Portsmouth News

Plan for the future – and help loved ones


Being prepared for your own death is an essential part of life. Here are five simple steps to take


“The first step to helping your family, and also ensuring your wishes for your funeral are followed, is to write them down,” says Executive Director of Red Apple Law (www. myredapple­law.com), Angie Wilson.

“It may be easier to start by thinking about what you don’t want as this provides some guidance and reassuranc­e to your loved ones that they won’t choose something you wouldn’t have wanted.

“Then think about what you would like. Flowers or donations to charity perhaps? What kind of service would you like? Ensure you talk through the individual parts of the ceremony with your loved ones.

“Don’t forget about the music you would like played during the ceremony either.

“The most important thing is to make sure you’re aware of all the choices that are available to you… and that someone knows what your choices are.”


“Dying is actually a fairly expensive business,” says Angie. “And even the most simple of funerals can cost thousands of pounds.

“So what can you do about this? The short answer is not much but you can be aware of it and start planning now. There are a few options, from putting money into a high interest savings account, to a ‘later years’-type life insurance plan or a pre-paid funeral plan.

“Although any steps you may have taken along these lines will help, you must be aware of any shortfalls. With the sharp rises seen, year-onyear, how can you possibly know how much to save and for how long?

“If you have a pre-paid funeral plan you’re fully covered though aren’t you? Sadly, not necessaril­y. Regardless of how you are paying, I urge you to check one thing — how much of your disburseme­nts, such as doctor’s certificat­es, flowers, newspaper notices etc, are included/covered by your plan?”


“We’ve all seen the adverts and given fleeting thoughts around ‘what if ’ and many of us have life insurance in place, so we’re ok right?,” says Angie.

“Maybe so but when was the last time you checked the suitabilit­y of your policy or policies?

If your circumstan­ces have changed and you haven’t informed your insurance provider, you could well be paying monthly for something that wouldn’t actually pay out to your loved ones should you pass away!

“You owe it to yourself to dig the policy out and check through it, especially the exclusions section, as well as what your provider deems ‘a change of circumstan­ces’ to include?”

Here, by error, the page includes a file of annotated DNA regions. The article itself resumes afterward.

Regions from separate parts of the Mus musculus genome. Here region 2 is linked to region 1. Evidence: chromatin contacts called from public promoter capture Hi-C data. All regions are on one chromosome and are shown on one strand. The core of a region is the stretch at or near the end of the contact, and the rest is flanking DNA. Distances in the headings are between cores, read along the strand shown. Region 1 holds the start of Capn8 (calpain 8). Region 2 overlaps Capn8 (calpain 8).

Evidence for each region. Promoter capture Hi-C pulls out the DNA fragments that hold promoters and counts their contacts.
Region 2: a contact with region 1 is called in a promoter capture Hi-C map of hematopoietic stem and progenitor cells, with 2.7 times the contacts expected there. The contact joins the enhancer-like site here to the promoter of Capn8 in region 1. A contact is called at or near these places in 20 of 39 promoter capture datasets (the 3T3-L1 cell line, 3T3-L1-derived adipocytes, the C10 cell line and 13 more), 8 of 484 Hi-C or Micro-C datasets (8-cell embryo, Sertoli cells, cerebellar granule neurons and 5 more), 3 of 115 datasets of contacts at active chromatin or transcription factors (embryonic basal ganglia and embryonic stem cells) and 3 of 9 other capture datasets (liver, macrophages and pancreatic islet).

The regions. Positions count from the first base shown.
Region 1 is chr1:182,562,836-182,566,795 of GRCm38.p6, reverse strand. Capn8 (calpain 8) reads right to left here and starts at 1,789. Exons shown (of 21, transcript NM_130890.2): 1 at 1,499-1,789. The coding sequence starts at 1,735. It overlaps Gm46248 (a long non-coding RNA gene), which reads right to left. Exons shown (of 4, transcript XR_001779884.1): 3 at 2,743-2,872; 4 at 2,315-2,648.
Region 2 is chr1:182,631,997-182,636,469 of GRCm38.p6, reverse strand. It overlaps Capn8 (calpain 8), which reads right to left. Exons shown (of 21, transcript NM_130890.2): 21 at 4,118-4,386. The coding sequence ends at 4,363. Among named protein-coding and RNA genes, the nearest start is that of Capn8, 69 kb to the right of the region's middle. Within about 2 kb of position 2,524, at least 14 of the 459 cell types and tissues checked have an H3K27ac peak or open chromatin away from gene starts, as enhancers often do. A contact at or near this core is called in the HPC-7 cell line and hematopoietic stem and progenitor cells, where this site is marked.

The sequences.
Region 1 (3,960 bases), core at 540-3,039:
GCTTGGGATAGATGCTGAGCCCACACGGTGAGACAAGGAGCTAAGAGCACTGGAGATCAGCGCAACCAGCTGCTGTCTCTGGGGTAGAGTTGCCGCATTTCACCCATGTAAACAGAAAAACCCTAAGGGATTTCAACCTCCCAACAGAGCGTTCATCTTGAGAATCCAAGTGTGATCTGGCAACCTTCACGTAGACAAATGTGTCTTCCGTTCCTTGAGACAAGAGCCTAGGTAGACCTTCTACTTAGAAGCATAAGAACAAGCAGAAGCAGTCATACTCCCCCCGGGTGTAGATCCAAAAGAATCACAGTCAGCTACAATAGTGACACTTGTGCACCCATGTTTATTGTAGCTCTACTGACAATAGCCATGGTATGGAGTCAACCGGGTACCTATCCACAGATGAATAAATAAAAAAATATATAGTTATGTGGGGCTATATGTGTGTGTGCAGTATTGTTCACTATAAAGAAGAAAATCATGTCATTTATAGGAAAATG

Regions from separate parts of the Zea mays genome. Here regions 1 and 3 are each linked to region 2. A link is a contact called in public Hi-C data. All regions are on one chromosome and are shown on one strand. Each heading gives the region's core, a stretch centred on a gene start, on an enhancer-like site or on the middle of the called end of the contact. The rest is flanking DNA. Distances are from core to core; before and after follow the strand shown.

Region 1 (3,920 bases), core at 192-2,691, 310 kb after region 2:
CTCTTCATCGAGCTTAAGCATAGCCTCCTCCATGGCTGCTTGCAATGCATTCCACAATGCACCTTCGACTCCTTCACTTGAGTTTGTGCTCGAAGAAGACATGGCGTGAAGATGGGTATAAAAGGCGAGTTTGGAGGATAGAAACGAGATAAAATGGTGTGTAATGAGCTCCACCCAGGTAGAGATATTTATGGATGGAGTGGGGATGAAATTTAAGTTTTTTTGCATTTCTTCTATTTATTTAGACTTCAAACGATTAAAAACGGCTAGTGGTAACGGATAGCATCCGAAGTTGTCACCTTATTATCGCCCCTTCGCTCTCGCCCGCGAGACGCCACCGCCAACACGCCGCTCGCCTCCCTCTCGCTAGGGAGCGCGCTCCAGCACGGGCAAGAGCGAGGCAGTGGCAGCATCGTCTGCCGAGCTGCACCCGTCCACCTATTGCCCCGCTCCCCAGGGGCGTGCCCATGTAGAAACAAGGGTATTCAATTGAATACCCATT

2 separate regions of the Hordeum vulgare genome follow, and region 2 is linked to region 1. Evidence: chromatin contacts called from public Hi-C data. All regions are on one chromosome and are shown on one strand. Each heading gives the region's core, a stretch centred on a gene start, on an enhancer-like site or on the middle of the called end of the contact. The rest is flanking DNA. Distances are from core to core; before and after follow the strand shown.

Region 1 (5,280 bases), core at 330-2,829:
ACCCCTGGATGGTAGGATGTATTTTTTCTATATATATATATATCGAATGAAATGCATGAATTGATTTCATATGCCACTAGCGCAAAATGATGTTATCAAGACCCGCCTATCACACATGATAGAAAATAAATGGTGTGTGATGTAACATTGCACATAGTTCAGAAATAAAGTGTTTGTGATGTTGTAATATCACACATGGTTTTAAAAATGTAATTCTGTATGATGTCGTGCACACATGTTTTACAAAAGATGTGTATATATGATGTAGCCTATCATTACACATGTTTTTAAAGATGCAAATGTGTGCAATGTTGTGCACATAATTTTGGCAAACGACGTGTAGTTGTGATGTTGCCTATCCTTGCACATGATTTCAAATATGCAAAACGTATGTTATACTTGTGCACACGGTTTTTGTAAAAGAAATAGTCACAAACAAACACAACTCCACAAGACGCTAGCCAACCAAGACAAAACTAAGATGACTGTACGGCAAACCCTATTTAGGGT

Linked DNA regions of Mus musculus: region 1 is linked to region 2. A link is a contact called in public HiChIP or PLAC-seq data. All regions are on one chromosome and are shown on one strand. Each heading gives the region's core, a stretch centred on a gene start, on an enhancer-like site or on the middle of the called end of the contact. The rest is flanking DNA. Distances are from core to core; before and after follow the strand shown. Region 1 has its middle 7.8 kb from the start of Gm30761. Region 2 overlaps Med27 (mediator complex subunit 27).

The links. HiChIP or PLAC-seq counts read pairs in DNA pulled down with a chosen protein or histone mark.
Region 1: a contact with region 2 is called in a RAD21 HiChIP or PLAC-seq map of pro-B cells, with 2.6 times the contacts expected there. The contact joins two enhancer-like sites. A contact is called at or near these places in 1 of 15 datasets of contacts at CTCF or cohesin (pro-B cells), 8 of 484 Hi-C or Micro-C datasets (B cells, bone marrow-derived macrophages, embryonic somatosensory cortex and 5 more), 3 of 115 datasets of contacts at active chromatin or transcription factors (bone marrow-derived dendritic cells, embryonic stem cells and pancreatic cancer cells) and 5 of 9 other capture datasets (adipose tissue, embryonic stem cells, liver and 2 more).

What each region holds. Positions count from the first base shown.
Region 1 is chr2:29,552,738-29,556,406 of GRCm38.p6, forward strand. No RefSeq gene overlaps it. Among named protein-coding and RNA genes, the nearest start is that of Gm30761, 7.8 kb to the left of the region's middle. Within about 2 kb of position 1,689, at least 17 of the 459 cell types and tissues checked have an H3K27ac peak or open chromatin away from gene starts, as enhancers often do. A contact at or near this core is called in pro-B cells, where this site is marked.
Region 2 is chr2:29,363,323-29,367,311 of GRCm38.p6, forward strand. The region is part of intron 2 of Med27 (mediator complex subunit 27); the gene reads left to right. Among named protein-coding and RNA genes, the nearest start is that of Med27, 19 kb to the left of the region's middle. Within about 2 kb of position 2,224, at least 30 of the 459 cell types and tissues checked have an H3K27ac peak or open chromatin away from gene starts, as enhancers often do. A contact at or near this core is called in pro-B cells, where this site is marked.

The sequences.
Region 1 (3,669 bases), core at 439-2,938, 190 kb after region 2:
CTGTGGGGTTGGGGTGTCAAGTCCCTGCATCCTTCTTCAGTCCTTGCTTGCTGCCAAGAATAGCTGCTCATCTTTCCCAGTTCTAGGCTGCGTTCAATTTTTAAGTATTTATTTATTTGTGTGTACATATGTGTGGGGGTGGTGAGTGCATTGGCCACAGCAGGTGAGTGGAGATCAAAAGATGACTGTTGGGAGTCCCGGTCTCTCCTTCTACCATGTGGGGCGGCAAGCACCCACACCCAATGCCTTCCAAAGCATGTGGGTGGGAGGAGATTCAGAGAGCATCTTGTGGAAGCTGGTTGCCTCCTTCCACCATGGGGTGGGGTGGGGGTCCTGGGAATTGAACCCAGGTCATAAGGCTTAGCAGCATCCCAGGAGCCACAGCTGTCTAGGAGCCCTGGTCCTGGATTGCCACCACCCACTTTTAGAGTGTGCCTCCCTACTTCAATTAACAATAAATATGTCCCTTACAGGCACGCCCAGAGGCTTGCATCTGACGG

“Ok, so who knows your passwords for Facebook, Amazon, internet banking, your TV subscripti­on accounts and just about everything else you sign into online — other than you?,” asks Angie.

“What happens if no one knows how to access these after you’ve passed away? The answer is an administra­tive, cumbersome nightmare and all this at the worst possible time for your family to be dealing with it!

“In order to work towards your hard-earned cash not becoming part of a forgotten account, what can you do?

“One solution is a ‘digital asset vault’, essentiall­y a digital filing cabinet where you can store passwords, important documents and other sensitive pieces of informatio­n all together, in one place. It gives you the ability to list and log your assets (accounts, property, membership­s etc.) to create your own Asset Register. You then appoint 2-4 trusted people with whom you can share this encrypted password with either during your lifetime or only when you choose for them to have it.

“If you do come across one of these ‘digital asset vaults’, make sure you check its security capabiliti­es, which should be at least ‘bank level’, ‘military grade’.”


“Many people have probably suggested making a will over the years, but in my experience people leave it around 10 years before actually getting a will made,” says Angie.

“Essentiall­y, until your will is signed and your signature has been witnessed (this is termed the attestatio­n of the will) your will is simply a piece of paper, upon which your wishes are written — what goes where, in what share, to who etc. You name those you would like to care for any children you may have under 18 years of age (guardians) and finally you name the people you trust to deal with everything you own and follow the wishes in your will (your Executors).

“Once you are happy with everything on your will, you sign it in the presence of two independen­t witnesses. Your ‘piece of paper’ then becomes your Last Will and Testament.

“Why bother? Well, you could leave it and let Intestacy kick in — this is the set of rules governing what happens to your Estate (everything you own) if you die without a valid will in place.

“Partners may get nothing, you won’t get to choose who you would like to care for your children or deal with your affairs after you have gone. Worst of all, if you have no relatives, your Estate goes to the Crown.”

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